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The electric piano comes in. It’s a Hohner Pianet.

The keys go:

Duh-Duh, Abm, Db/Ab,

Duh-Duh, Abm7(b5), Db/Ab,

Lloyd Loar's Vivi-Tone Clavier.1

Sharp staccato hits. Brighter, with less sustain.

Did you know that 2,200 children go missing in D.C. every year?2

That’s right. Right here!

They just disappear.

Poof!

You should know this.

Brushes on the hi-hats. No snares. Absolutely no snares.

Let the beat build.

The low end is a Palatino cutaway upright.

The bass line goes:

Doom, Duh-Doom, Doom.

The Bunny Man is coming.3

You hear the rimshots right? The rolls on the timbales?4

The rototoms go:

Boonka-Daka, Boonka-Daka.

You already know it’s going down.

The Bunny Man is coming.

Did you know that 2,200 children go missing in D.C. every year?

That’s right. Right here!

They just disappear.

Poof!

You should know this.

Let the beat build.

He wears a furry, white, rabbit suit with long, floppy ears.5

The white fur looks like a cigarette smoker’s wallpaper—yellowed.

It looks like their lungs—blackened.

The Bunny Man is waiting, watching with his glowing red eyes.

I’m just playin’ witcha.

His eyes are just human eyes watching through the eye holes in his bunny mask.

Big, plastic, ear-to-ear permagrin, shotgun blasted across his silicone rabbit face.

His eyes are just human eyes watching through the eye holes.

His eyes are just human eyes.

Last week they found a child’s femur in Anacostia Park.6 Stripped clean, bleached in the sun.

Wait.

Listen.

This is the best part. This is where the guitar comes in.

Let the beat build.

Syncopated rhythm. 7th chord harmony. Jazz progressions.

Improvised melodies overtake the written ones.

Chromaticism.

This is when the cross stick snare hits come in.

Did you know that 2,200 children go missing in D.C. every year?

That’s right. Right here!

They just disappear.

Poof!

You should know this.

Let the beat build.




1 (n.d.). Clavier by Vivi-Tone Company, Kalamazoo, Michigan, 1934 .... Retrieved December 17, 2020, from http://collections.nmmusd.org/ElectricInstruments/LoarInstruments/10878/LoarClavier.html


2 "The Missing Kids Of Washington, D.C., And Social Media : NPR." 1 Apr. 2017, https://www.npr.org/2017/04/01/522284693/the-missing-kids-of-washington-d-c-and-social-media. Accessed 17 Dec. 2020.


3 "The Bunny Man Unmasked - Local History - FCPL Curated ...." https://research.fairfaxcounty.gov/local-history/bunnyman. Accessed 17 Dec. 2020.


4 (2020, March 8). Go-Go 101 - American Musical Instrument Society. Retrieved December 17, 2020, from https://www.amis.org/post/go-go-101


5 (n.d.). braddockheritage.org/ | Bunny Man: Artist's Rendition. Retrieved December 17, 2020, from http://braddockheritage.org/items/show/26


6 "Skeletal remains found in Southeast D.C. neighborhood ...." 29 Apr. 2018, https://www.washingtonpost.com/local/public-safety/skeletal-remains-found-behind-apartment-in-southeast-dc-unnerve-residents/2018/04/29/04d21d10-4bcb-11e8-84a0-458a1aa9ac0a_story.html. Accessed 17 Dec. 2020.



David Simmons lives in Baltimore where he has worked as an optician, electrical estimator and drug trafficker. His writing has been featured in Snarl, The Manifest Station, 3 Moon Magazine, Across The Margin and The Washington City Paper.
Current Issue
30 Jan 2023

In January 2022, the reviews department at Strange Horizons, led at the time by Maureen Kincaid Speller, published our first special issue with a focus on SF criticism. We were incredibly proud of this issue, and heartened by how many people seemed to feel, with us, that criticism of the kind we publish was important; that it was creative, transformative, worthwhile. We’d been editing the reviews section for a few years at this point, and the process of putting together this special, and the reception it got, felt like a kind of renewal—a reminder of why we cared so much.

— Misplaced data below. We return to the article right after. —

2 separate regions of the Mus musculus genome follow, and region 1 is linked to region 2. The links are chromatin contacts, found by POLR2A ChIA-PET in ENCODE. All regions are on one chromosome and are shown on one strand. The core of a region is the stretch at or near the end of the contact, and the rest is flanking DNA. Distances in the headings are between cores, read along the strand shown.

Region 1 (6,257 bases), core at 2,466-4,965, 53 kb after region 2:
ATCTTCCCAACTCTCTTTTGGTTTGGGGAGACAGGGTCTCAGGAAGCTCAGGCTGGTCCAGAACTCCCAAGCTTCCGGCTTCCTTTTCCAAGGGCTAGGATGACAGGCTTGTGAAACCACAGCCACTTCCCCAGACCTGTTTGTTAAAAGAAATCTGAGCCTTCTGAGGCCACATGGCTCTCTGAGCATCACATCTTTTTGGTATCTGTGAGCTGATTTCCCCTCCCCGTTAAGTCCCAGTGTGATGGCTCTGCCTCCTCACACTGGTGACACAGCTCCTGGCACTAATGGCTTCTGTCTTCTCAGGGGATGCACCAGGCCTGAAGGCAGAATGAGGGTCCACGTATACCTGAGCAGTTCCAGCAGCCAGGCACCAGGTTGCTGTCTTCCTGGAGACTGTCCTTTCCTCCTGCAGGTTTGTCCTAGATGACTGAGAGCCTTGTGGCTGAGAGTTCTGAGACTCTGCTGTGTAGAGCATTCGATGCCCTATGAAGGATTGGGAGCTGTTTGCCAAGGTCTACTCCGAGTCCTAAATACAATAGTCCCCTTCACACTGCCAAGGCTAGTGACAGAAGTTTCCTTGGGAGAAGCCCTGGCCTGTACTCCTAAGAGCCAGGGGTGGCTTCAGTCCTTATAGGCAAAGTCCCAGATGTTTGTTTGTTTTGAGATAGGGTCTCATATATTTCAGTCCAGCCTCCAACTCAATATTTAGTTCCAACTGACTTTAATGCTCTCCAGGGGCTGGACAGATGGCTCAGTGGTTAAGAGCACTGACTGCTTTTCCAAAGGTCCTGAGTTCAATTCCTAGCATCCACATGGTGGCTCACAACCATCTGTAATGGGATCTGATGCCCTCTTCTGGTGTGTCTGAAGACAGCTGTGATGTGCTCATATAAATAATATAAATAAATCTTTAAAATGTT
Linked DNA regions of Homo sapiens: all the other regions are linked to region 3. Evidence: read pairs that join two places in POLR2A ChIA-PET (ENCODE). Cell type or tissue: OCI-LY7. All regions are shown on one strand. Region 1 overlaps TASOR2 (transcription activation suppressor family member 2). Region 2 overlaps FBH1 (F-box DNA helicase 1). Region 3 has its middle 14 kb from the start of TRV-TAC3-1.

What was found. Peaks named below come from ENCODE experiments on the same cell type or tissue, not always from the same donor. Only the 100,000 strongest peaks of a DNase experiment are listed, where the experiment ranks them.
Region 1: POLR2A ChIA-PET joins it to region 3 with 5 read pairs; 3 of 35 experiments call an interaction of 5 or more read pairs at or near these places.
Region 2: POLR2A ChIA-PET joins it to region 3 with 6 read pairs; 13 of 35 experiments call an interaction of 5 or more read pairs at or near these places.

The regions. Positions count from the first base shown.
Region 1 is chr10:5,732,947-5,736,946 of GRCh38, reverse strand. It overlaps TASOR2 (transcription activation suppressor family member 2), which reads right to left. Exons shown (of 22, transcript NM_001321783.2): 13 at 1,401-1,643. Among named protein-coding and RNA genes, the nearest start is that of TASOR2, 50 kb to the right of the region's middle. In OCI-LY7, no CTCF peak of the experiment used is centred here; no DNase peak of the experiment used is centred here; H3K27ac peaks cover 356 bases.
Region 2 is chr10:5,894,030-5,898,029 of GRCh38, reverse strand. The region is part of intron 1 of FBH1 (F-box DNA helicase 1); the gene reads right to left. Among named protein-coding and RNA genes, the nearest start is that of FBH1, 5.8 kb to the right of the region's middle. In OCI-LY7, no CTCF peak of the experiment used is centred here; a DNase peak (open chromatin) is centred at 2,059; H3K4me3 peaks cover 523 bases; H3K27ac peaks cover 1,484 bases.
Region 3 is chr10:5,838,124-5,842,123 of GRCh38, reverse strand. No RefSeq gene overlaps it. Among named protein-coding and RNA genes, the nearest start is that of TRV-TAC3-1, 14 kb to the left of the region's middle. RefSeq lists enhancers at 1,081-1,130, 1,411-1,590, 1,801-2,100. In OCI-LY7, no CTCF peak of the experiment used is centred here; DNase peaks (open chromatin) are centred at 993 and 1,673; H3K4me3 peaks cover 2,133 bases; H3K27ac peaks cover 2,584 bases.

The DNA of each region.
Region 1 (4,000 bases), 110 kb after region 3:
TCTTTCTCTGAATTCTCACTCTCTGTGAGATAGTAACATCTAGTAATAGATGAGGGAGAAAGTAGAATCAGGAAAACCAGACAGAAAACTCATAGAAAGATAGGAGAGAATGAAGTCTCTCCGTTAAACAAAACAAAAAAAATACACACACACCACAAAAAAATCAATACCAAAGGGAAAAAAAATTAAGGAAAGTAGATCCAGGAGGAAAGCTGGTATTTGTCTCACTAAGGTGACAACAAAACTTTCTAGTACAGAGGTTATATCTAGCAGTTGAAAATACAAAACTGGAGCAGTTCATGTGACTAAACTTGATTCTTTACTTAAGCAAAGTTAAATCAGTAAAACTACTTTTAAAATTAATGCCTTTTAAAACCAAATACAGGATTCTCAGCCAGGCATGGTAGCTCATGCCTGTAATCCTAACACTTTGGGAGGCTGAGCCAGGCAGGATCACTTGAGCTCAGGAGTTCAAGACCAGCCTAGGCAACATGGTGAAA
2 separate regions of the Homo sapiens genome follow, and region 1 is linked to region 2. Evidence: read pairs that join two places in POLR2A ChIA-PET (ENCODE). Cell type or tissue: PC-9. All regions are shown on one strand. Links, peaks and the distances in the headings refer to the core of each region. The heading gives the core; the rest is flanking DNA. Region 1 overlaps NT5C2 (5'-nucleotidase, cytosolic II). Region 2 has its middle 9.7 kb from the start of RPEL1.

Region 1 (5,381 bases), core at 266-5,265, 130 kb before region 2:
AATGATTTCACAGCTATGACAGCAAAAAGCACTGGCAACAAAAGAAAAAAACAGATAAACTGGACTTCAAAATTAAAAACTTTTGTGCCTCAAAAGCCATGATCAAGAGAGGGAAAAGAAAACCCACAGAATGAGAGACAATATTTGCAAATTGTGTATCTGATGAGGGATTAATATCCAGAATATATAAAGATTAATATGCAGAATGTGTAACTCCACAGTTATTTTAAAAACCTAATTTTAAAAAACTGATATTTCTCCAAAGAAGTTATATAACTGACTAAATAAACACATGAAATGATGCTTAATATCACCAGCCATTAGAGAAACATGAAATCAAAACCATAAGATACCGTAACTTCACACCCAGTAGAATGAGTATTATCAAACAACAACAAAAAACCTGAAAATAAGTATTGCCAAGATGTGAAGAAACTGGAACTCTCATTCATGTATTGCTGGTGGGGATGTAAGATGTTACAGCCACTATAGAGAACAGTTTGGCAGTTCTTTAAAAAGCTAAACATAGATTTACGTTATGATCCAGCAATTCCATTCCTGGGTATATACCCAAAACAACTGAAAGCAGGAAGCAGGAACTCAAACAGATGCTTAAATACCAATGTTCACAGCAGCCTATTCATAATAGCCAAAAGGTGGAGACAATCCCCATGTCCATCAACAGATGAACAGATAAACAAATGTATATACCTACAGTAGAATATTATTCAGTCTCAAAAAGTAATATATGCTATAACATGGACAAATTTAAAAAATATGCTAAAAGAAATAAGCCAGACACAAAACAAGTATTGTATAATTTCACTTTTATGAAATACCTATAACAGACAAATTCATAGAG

It is probably impossible to understand how transformative all of this could be unless you have actually been on the receiving end.
Some of our reviewers offer recollections of Maureen Kincaid Speller.
Criticism was equally an extension of Maureen’s generosity. She not only made space for the text, listening and responding to its own otherness, but she also made space for her readers. Each review was an invitation, a gift to inquire further, to think more deeply and more sensitively about what it is we do when we read.
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In the vast traditions that inspire SF worldbuilding, what will be reclaimed and reinvented, and what will be discarded? How do narratives on the periphery speak to and interact with each other in their local contexts, rather than in opposition to the dominant structures of white Western hegemonic culture? What dynamics and possibilities are revealed in the repositioning of these narratives?
a ghostly airship / sorting and discarding to a pattern that isn’t available to those who are part of it / now attempting to deal with the utterly unknowable
Most likely you’d have questioned the premise, / done it well and kindly then moved on
In this special episode of Critical Friends, the Strange Horizons SFF criticism podcast, reviews editors Aisha Subramanian and Dan Hartland introduce audio from a 2018 recording for Jonah Sutton-Morse’s podcast Cabbages and Kings which included Maureen Kincaid Speller discussing with Aisha and Jonah three books: Everfair by Nisi Shawl, Temporary People by Deepak Unnikrishnan, and The Winged Histories by Sofia Samatar.
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Friday: House of the Dragon Season One 
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By: RiverFlow
Translated by: Emily Jin
Issue 21 Nov 2022
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